Burrowing Owls

Types of Owls in Wyoming (with Pictures)

We’ll give you a quick rundown of the most common owls you’ll encounter in Wyoming, complete with images and important data. Only reputable sources were used, and the information was double-checked with an Ornithologist.

Did you know that there are different types of owls in Wyoming? While many people think that all owls are the same, this is not the case. In fact, there are many different types of owls, each with its own unique features and characteristics. Some owls live in forests, while others prefer to live in open fields. Some hunt during the day, while others hunt only at night. In this blog post, we will take a closer look at some of the different types of owls that can be found in Wyoming!

Most Common Owls in Wyoming

Burrowing Owls

burrowing owls

Burrowing Owl Scientific name: Athene cunicularia 

Burrowing Owls are one of the most unique owl species in North America. They have long legs and long necks, which allows them to easily burrow into the ground to find prey.

Burrowing Owls live in open areas such as prairies, pastures, and agricultural fields. They can be found throughout Wyoming, but are most common in the western and southern parts of the state.

Burrowing Owls are nocturnal predators, meaning they hunt at night. Their diet consists mostly of small mammals such as voles, mice, and pocket gophers. They will also eat reptiles, insects, and birds.

Burrowing Owls typically mate for life, and the female will lay between three and six eggs in a scrape on the ground. The young owls will stay with their parents for several months after hatching.

Snowy Owl

snowy owl

Snowy Owl Scientific Name: Bubo scandiacus

Snowy Owls are one of the most recognizable owl species in North America. They have a distinctive white plumage that makes them easy to identify from a distance.

Snowy Owls inhabit open tundra and prairies in the Arctic region, as well as boreal forests in Canada and Alaska. In winter, they may migrate to other parts of North America, including the Rocky Mountains and the Great Plains.

Snowy Owls are known for their hunting behavior. They typically perch on a high point near open fields or water sources and scan the area for prey.

Snowy Owls eat a variety of small mammals, including lemmings, voles, and mice. In some areas, they may also eat birds, such as ptarmigans and ducks.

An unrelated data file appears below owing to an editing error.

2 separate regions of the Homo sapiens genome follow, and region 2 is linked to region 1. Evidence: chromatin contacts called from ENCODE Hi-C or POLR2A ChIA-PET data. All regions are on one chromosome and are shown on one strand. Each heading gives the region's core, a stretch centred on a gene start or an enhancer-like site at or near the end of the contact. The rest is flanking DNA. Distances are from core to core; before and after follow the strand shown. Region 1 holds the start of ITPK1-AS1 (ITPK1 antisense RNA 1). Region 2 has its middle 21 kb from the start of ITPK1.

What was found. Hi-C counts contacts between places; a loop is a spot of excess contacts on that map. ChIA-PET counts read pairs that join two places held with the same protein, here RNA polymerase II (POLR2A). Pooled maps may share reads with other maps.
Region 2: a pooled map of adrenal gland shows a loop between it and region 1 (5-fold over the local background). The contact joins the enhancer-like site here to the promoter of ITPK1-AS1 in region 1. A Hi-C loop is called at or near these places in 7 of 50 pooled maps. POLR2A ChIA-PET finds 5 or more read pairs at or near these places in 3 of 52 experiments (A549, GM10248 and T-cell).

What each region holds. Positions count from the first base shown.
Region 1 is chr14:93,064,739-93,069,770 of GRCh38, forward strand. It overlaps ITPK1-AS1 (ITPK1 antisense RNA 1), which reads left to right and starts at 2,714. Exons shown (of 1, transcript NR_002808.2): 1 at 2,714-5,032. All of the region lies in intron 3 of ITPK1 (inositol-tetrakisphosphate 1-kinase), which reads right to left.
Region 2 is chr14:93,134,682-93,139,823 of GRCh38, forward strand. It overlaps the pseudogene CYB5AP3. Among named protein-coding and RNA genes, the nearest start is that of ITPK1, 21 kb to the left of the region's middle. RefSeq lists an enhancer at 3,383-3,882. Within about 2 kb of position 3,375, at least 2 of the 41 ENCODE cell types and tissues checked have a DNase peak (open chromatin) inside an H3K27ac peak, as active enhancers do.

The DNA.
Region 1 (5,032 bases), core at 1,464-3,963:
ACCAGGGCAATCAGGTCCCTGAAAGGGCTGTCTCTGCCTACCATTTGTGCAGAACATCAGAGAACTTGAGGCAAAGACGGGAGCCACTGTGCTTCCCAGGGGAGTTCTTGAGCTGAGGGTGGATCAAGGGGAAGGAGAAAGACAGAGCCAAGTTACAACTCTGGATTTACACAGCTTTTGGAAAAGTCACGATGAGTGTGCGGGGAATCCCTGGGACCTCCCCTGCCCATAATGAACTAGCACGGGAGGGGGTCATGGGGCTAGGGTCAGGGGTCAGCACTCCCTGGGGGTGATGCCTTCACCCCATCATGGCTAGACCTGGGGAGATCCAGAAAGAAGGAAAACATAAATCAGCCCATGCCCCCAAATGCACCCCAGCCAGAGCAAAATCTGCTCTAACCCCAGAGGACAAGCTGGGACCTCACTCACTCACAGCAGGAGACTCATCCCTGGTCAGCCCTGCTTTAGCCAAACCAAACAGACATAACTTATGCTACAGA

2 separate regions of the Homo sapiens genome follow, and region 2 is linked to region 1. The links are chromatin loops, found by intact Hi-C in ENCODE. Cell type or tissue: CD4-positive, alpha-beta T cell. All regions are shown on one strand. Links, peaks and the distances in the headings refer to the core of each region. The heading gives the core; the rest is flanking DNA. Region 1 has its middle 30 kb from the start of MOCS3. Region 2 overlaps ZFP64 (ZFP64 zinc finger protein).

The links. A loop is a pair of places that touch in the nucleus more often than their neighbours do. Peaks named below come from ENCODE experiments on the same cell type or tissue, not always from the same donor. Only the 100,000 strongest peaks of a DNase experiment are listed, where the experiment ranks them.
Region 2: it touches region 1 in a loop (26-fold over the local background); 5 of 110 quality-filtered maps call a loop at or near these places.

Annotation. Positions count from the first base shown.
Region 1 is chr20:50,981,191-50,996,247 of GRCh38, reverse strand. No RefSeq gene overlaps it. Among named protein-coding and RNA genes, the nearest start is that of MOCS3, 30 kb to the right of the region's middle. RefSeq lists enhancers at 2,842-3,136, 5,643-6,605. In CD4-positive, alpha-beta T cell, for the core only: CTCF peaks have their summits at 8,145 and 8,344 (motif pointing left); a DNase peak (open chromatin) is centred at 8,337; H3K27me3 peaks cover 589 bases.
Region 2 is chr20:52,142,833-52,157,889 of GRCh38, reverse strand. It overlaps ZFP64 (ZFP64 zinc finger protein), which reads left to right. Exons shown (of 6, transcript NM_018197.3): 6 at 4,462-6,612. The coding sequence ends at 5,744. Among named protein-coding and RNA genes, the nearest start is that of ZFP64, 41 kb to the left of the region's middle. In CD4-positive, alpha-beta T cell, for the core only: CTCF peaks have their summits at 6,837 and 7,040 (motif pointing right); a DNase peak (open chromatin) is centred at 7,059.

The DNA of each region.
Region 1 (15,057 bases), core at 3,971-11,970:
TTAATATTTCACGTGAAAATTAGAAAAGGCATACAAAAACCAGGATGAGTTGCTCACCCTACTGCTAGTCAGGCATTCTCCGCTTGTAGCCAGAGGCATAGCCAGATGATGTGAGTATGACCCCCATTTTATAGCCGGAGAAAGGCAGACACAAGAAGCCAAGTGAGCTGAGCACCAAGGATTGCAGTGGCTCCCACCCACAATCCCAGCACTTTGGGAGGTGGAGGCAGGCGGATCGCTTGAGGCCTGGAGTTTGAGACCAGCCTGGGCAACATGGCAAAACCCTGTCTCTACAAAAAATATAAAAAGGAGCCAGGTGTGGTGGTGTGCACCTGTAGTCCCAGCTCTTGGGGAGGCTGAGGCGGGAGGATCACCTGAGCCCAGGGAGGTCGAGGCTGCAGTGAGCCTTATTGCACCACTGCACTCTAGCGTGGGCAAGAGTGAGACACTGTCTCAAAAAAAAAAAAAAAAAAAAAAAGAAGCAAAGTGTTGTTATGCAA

If you’re lucky enough to spot a Snowy Owl in the wild, you’ll be able to observe its unique behavior and characteristics up close. These magnificent birds are truly a sight to behold!

If you live in an area where Snowy Owls are known to migrate, keep your eyes peeled for these beautiful birds this winter. With their striking plumage, they’re sure to stand out in the snow!

Eastern Screech Owl

eastern screech owl

Eastern Screech Owl Scientific Name: Megascops asio

The Eastern Screech Owl is a small owl that can be found in eastern North America. They have brown and white feathers and are around nine inches tall. They are mostly nocturnal, meaning they hunt at night.

Eastern screech owls live in forested areas, where they can find plenty of prey to eat. They eat mainly small rodents, but will also eat insects, reptiles, and other birds.

Eastern screech owls are very vocal owls. They make a variety of calls, including a high-pitched whistle that gives them their name. They use these calls to communicate with each other as well as to warn predators away.

Great Horned Owl

Great Horned Owl

Great Horned Owl Scientific Name: Bubo virginianus 

The Great Horned Owl is the most common owl in North America. They are found in a variety of habitats, from forests to deserts. Great Horned Owls are mostly nocturnal, but can sometimes be seen during the day.

These owls eat a variety of prey, including rodents, rabbits, and snakes. Great Horned Owls are named for the tufts of feathers on their head, which resemble horns.

These owls are also sometimes called “tiger owls” because of their fierce hunting habits. Great Horned Owls are excellent hunters, and can even take down prey that is larger than they are.

These owls have sharp talons and beaks, which they use to kill their prey. Great Horned Owls are also very territorial, and will often attack other animals that enter their territory.